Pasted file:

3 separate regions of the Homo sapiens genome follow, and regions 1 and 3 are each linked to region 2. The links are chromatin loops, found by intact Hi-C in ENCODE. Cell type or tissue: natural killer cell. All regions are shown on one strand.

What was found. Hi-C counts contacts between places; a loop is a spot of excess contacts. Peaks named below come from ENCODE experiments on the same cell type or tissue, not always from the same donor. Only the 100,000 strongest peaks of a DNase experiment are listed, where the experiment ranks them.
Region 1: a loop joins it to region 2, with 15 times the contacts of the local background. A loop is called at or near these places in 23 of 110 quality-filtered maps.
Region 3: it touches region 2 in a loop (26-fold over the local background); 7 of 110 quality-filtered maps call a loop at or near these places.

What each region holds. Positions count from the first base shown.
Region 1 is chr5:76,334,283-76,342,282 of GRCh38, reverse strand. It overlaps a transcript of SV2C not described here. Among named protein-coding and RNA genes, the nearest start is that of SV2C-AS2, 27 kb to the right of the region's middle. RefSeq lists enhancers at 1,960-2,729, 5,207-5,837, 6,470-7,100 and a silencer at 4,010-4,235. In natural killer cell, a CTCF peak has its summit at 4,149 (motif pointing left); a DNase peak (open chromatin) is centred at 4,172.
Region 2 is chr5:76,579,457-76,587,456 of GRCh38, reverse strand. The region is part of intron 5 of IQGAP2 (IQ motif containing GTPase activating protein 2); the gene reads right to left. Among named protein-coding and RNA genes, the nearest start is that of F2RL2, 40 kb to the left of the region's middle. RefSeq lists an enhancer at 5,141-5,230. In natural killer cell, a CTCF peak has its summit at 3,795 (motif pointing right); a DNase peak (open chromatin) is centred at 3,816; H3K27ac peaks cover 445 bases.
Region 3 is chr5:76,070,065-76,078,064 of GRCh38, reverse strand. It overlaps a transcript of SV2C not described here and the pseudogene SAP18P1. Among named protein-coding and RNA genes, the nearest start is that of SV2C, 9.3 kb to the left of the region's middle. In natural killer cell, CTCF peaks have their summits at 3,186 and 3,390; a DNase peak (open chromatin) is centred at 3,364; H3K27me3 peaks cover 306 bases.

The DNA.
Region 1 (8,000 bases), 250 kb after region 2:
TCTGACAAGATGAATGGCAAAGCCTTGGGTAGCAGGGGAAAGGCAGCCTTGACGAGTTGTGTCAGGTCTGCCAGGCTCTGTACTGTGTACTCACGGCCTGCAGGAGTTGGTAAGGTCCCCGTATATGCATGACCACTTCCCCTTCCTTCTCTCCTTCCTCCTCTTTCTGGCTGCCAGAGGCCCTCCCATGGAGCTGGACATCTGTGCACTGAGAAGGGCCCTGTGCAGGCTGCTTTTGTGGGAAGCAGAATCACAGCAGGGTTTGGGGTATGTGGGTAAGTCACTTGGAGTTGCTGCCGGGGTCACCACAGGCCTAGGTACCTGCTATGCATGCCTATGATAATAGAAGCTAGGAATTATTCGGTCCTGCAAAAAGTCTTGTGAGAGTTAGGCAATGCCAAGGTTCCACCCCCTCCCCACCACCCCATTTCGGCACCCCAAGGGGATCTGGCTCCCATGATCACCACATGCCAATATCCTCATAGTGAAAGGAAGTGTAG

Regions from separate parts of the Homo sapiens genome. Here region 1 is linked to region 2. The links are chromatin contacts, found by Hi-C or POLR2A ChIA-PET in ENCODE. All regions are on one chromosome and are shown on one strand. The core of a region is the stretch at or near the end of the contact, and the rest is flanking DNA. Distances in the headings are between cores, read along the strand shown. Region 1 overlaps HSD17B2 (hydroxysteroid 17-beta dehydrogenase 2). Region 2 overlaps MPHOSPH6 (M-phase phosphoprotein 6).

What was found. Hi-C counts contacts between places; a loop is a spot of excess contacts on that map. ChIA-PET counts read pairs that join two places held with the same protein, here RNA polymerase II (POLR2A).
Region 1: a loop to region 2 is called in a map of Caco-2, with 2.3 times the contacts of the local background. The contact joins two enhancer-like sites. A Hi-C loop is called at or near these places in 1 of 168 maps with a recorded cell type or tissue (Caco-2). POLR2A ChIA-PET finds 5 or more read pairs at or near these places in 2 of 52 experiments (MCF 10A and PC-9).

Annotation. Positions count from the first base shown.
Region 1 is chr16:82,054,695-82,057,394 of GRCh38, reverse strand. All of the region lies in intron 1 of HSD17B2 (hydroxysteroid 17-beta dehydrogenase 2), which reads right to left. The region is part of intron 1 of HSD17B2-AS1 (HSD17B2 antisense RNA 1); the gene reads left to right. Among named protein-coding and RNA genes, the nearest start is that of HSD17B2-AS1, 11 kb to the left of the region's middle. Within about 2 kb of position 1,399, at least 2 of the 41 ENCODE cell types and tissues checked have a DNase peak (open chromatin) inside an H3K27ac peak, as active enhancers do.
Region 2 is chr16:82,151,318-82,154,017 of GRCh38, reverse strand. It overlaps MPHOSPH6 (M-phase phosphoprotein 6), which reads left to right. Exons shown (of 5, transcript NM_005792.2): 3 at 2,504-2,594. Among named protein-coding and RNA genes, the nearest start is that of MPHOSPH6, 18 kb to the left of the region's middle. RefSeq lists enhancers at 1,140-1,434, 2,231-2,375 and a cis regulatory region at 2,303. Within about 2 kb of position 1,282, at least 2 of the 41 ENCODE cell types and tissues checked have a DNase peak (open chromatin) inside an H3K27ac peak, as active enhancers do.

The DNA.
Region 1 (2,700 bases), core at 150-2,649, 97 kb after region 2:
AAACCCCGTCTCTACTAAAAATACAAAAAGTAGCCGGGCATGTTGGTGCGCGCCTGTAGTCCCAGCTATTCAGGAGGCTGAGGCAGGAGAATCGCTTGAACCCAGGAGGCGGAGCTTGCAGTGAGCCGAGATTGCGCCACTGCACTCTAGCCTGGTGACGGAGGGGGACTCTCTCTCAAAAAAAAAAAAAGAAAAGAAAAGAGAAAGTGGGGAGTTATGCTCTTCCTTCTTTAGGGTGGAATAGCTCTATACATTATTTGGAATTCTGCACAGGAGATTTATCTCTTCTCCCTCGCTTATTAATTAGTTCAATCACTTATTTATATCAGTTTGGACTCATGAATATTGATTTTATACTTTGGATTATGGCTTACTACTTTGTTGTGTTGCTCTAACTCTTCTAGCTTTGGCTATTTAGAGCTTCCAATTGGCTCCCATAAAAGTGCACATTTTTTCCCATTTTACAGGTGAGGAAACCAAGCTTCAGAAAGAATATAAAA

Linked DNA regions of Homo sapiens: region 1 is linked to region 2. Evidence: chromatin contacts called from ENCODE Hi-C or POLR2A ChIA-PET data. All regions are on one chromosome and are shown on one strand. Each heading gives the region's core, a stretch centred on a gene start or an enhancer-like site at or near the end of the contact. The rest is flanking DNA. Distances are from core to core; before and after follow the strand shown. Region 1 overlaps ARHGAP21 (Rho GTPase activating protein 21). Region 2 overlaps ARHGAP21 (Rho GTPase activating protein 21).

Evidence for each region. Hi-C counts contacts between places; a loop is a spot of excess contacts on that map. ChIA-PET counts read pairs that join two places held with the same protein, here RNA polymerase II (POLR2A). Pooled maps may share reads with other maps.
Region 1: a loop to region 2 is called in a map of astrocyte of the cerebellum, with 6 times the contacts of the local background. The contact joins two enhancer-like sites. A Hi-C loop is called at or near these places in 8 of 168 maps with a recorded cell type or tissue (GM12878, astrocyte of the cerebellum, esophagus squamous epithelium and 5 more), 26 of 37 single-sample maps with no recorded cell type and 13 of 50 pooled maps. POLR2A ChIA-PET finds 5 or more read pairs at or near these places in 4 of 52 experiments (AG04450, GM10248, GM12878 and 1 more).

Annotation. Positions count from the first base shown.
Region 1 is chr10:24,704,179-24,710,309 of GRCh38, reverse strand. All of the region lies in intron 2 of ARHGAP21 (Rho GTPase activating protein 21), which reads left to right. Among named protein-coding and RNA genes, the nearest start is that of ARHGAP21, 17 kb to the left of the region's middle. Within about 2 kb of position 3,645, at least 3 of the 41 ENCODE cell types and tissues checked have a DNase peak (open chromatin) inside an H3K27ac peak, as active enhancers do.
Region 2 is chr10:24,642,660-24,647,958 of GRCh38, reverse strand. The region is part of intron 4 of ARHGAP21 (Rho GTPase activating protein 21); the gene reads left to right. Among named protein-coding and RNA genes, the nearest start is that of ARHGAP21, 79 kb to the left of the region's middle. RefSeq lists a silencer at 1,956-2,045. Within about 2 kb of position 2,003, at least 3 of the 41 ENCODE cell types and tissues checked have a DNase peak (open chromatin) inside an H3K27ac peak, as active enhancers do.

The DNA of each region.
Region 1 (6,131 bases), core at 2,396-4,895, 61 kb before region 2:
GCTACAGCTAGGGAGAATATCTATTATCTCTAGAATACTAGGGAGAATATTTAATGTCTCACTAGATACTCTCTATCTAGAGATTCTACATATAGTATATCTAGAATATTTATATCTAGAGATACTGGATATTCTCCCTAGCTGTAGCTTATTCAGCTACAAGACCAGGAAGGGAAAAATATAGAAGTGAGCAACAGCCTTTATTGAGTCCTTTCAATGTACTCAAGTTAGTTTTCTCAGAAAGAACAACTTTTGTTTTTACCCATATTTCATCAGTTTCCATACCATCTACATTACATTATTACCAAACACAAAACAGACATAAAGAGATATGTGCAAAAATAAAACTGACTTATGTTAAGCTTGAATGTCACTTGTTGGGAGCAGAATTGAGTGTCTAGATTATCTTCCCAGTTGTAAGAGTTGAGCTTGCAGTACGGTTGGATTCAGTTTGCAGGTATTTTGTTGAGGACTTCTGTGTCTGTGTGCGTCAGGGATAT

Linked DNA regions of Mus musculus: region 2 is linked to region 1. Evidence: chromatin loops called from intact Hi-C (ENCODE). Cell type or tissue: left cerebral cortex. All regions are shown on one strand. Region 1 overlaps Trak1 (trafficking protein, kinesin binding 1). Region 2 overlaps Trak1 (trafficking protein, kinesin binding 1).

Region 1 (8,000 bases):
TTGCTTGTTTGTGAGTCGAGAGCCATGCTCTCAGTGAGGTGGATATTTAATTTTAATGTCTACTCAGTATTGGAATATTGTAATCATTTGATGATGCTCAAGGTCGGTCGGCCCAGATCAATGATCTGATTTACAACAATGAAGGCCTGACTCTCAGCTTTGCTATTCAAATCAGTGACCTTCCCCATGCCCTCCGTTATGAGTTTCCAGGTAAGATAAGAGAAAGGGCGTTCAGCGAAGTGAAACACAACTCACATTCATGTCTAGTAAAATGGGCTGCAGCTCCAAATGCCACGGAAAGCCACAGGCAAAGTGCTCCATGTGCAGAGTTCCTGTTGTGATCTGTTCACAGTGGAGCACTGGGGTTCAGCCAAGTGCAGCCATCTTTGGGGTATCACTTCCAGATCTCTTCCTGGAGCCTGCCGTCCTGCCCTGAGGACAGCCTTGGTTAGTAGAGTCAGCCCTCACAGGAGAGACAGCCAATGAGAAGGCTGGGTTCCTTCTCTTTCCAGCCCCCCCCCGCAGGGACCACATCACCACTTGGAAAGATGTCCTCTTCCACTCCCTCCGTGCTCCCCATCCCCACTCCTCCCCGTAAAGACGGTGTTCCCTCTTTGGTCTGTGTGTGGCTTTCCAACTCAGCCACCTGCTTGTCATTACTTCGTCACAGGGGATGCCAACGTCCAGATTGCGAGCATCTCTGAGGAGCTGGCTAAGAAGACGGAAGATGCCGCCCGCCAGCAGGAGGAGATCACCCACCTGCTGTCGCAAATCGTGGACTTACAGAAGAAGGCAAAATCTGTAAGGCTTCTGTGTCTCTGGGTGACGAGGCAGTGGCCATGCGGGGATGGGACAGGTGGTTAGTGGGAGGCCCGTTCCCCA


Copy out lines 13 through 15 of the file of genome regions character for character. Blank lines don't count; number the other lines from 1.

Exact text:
What was found. Hi-C counts contacts between places; a loop is a spot of excess contacts on that map. ChIA-PET counts read pairs that join two places held with the same protein, here RNA polymerase II (POLR2A).
Region 1: a loop to region 2 is called in a map of Caco-2, with 2.3 times the contacts of the local background. The contact joins two enhancer-like sites. A Hi-C loop is called at or near these places in 1 of 168 maps with a recorded cell type or tissue (Caco-2). POLR2A ChIA-PET finds 5 or more read pairs at or near these places in 2 of 52 experiments (MCF 10A and PC-9).

Annotation. Positions count from the first base shown.